The SPIN Interview: Shirley Manson

Shirley Manson / Photo by Cameron Krone
Shirley Manson / Photo by Cameron Krone
Chris Martins WRITTEN BY
Chris Martins

What does the album's title, Not Your Kind of People, mean to you?
It's a two-fingered salute to people who reject or criticize us. It's like, "That's cool. If you're not into us, fine." We're only really interested in people who share our outlook. I mean, that's our audience, right? The people who fall in love with you musically are the people who connect with what you're saying and how you say it. Ultimately, it's about self-acceptance for us. We're not trying to pretend we're anything we're not. We're not trying to come up with the hippest, coolest sounds on the street. If you like it, come with us. If you don't, we're not for you.

What do you think about the idea of your band's appeal being nostalgic?
I hate nostalgia. I think we've made an album that can stand up amongst a lot of records that are being made right now. How other people perceive that is out of our control, and I get that. When I was young, I didn't necessarily want to listen to anyone over 30. I had no interest in it. There will be tons of young people who don't want to listen. I totally respect that, but I think there is an audience out there for us if we want it.

You call your fans "darklings." Where did that come from?
I got to a point where I felt very protective of our fans, felt a kinship with them, and that word resonated. I think it comes from a Robert Browning poem. I have a certain tendency towards the dark that defines me as a singer. I'm not a show-pony girl. I'm not all bright and pink and fluffy. I look at the world with a slight melancholy, always. I think people who are attracted to the band share that. I see death coming and I don't shirk it.

Where do you think that protectiveness comes from?
It definitely comes from being older. Over the last decade I've been struck by how much our music has meant to others. It sounds so hackneyed to say, but it's true. I used to be very cynical, even embarrassed about it, and now I'm like, "What an amazing privilege to be able to write something that brings somebody comfort or inspires them or changes their way of thinking." That's an amazing thing. It's the best part about being a band.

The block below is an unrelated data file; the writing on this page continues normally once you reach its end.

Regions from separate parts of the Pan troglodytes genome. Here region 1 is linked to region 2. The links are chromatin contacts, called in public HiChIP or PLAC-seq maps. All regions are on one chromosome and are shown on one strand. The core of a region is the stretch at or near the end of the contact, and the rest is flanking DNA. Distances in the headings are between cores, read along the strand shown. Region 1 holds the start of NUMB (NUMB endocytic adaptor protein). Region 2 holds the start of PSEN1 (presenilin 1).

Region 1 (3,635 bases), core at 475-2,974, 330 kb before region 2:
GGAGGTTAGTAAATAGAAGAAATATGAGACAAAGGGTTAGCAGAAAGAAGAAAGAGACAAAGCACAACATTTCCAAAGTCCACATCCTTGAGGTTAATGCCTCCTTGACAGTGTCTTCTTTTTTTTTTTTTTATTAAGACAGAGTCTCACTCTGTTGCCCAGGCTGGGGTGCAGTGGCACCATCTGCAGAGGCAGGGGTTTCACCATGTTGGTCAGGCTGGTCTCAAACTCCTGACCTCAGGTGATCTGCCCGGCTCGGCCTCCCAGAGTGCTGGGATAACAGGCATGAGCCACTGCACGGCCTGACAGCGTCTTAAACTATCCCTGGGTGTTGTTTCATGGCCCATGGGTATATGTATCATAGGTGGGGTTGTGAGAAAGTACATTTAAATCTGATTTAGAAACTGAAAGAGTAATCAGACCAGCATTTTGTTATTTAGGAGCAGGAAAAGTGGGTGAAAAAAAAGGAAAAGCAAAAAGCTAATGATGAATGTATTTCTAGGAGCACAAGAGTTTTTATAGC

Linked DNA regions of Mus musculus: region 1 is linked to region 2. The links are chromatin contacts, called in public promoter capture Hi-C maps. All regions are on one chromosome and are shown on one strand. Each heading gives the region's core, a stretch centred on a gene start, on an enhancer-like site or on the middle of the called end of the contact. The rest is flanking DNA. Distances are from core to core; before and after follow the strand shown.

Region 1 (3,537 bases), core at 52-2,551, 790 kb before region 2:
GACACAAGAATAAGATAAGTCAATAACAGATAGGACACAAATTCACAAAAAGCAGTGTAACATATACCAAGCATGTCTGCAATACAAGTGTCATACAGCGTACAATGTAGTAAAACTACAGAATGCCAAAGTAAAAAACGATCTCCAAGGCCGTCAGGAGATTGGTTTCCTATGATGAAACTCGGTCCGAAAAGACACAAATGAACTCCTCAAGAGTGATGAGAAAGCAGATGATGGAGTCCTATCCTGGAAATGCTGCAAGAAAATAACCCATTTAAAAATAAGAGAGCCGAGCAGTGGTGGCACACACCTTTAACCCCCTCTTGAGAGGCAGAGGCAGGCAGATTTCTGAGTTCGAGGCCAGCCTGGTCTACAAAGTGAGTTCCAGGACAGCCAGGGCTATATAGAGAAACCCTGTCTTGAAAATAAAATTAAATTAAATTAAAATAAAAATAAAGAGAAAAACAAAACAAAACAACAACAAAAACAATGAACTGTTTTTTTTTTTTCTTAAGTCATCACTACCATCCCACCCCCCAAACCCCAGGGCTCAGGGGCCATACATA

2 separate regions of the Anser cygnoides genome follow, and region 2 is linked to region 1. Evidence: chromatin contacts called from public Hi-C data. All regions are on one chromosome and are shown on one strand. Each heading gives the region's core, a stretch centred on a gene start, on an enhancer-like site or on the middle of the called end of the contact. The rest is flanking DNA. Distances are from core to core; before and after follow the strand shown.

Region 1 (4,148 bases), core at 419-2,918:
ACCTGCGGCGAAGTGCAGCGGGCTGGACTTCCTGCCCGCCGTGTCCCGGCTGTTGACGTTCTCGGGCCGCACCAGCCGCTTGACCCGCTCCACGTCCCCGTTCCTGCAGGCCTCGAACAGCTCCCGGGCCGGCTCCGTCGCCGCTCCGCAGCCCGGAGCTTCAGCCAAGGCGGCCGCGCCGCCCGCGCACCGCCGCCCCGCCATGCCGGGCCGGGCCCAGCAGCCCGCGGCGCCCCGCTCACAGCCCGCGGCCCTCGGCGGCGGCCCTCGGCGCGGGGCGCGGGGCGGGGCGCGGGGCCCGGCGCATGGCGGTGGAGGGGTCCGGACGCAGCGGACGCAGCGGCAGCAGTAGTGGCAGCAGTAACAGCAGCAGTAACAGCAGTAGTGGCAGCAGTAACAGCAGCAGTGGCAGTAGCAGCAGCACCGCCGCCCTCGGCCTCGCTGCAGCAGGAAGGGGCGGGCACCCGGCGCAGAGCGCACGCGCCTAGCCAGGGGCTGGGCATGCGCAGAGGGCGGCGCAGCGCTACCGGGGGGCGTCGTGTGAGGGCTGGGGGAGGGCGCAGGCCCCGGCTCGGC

That darkness you mentioned was a vital part of Garbage. Sometimes you embraced it, sometimes you pushed against it. Has your relationship with that feeling changed?
Seven years on, I'm wiser, more experienced, and way less fearful. I spent so much of my life feeling scared. I don't know why. I grew up in a nice middle-class family, and nothing majorly traumatic happened to me. But that's the glorious thing about getting older. The physical deterioration is a little hard to handle, but the fear dissipates and you're capable of a lot more. Doing the TV show, for instance, I was willing to get up in front of 11 million people and fall flat on my face. I took that risk and it was a pleasant surprise.

Do you think the darkness originated on the schoolyard, in your being bullied as a child?
It was a multitude of things. I was a beacon of attention being the only ginger in the class. People don't associate red hair, pale skin, and freckles with beauty. Historically, we've been persecuted. It's all animalistic. It's a weak genetic trait that's slowly being eradicated from the gene pool. Also, I was a middle child, which I think gives you serious identity issues. And my father was my Sunday school teacher, so it was the perfect storm.

You've said the feeling of being an outsider continued into adulthood. You've struggled with body dysmorphia. Has any of that gotten better or gone away?
It's just under the surface. I'm a cutter and I will be for life. The sensation of never feeling good enough or pretty enough will always be there. It's a constant dialogue, and you just learn to be more powerful than that other voice. When you hear it come up, you shut it down. In terms of fitting in, you know, I don't have a lot of armor up. I'm a raw nerve and it's really uncomfortable for a lot of people. There have been so many times where I'm at a dinner party and I'll say something and you can feel the free fall as silence engulfs the room. It's not everybody's way of moving through the world. I need to dial it down a lot.

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